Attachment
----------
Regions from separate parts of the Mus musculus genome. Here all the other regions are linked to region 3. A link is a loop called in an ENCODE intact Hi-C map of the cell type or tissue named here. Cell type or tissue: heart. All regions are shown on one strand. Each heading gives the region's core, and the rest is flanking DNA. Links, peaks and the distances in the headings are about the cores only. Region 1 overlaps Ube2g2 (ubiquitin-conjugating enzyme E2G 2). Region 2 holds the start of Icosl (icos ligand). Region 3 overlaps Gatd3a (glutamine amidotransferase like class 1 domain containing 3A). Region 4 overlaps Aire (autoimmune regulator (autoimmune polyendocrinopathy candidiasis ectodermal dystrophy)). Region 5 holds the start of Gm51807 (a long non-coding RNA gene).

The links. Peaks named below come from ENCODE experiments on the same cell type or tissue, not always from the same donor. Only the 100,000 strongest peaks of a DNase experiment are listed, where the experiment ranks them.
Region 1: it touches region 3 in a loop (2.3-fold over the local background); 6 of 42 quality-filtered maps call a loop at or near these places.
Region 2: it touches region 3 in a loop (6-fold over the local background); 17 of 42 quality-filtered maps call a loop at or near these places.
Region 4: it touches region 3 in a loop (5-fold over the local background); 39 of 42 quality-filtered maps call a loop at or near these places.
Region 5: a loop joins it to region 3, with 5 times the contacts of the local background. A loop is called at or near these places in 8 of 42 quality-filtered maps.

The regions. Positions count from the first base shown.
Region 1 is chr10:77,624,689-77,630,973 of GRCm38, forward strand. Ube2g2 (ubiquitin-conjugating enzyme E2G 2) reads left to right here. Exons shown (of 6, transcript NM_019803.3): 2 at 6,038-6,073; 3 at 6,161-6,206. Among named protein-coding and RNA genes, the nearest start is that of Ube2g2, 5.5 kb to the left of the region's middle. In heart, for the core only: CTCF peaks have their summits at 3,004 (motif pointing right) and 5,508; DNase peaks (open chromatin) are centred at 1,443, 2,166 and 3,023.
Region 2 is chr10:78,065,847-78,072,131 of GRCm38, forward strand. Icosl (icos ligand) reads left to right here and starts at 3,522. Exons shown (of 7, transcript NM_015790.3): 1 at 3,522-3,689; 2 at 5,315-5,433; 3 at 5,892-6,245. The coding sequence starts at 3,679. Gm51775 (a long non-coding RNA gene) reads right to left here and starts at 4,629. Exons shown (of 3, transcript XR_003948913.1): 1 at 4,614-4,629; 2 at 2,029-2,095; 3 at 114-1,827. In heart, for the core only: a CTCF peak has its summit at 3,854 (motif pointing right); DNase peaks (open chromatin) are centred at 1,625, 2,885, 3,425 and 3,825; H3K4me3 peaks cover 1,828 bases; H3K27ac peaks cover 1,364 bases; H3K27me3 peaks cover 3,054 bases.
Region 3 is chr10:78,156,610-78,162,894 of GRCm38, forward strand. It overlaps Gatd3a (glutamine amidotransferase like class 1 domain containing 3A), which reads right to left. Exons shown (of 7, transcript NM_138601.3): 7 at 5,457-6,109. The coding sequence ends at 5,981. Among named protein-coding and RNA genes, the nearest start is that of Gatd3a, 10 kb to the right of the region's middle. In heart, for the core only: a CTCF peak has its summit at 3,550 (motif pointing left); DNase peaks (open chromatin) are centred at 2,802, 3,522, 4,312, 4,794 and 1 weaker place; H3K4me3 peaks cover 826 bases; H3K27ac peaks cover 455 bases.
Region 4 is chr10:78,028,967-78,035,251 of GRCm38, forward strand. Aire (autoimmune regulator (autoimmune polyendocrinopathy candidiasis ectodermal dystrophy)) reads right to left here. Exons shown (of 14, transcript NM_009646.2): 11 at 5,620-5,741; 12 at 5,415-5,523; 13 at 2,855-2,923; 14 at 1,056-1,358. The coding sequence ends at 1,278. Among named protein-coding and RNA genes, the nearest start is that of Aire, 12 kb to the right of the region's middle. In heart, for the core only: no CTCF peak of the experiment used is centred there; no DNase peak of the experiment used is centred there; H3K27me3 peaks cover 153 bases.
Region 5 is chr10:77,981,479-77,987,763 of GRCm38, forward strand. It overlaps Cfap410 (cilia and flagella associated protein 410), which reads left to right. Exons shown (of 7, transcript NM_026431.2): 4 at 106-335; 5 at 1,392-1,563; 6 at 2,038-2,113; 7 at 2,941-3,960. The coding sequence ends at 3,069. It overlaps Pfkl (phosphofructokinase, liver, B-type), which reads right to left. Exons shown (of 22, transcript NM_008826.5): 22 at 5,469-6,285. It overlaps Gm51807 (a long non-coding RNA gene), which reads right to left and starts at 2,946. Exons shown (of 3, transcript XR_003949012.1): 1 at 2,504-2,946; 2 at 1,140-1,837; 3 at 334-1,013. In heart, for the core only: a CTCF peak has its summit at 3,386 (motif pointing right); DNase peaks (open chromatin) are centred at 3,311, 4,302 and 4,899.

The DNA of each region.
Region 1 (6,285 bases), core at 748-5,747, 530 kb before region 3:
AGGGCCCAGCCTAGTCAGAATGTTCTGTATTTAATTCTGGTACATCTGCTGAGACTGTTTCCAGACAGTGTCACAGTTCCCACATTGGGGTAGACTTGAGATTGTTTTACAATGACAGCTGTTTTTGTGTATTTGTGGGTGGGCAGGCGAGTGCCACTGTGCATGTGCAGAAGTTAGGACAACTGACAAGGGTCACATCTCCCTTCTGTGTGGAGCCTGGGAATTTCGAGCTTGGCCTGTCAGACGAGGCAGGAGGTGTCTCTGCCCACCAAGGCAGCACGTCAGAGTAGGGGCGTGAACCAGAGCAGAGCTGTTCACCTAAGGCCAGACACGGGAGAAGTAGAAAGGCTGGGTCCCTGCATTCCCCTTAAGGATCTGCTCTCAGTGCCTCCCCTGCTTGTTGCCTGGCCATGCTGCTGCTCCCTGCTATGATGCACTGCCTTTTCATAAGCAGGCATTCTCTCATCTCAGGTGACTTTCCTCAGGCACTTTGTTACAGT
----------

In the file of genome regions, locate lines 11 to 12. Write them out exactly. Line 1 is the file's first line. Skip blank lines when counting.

Region 4 is chr10:78,028,967-78,035,251 of GRCm38, forward strand. Aire (autoimmune regulator (autoimmune polyendocrinopathy candidiasis ectodermal dystrophy)) reads right to left here. Exons shown (of 14, transcript NM_009646.2): 11 at 5,620-5,741; 12 at 5,415-5,523; 13 at 2,855-2,923; 14 at 1,056-1,358. The coding sequence ends at 1,278. Among named protein-coding and RNA genes, the nearest start is that of Aire, 12 kb to the right of the region's middle. In heart, for the core only: no CTCF peak of the experiment used is centred there; no DNase peak of the experiment used is centred there; H3K27me3 peaks cover 153 bases.
Region 5 is chr10:77,981,479-77,987,763 of GRCm38, forward strand. It overlaps Cfap410 (cilia and flagella associated protein 410), which reads left to right. Exons shown (of 7, transcript NM_026431.2): 4 at 106-335; 5 at 1,392-1,563; 6 at 2,038-2,113; 7 at 2,941-3,960. The coding sequence ends at 3,069. It overlaps Pfkl (phosphofructokinase, liver, B-type), which reads right to left. Exons shown (of 22, transcript NM_008826.5): 22 at 5,469-6,285. It overlaps Gm51807 (a long non-coding RNA gene), which reads right to left and starts at 2,946. Exons shown (of 3, transcript XR_003949012.1): 1 at 2,504-2,946; 2 at 1,140-1,837; 3 at 334-1,013. In heart, for the core only: a CTCF peak has its summit at 3,386 (motif pointing right); DNase peaks (open chromatin) are centred at 3,311, 4,302 and 4,899.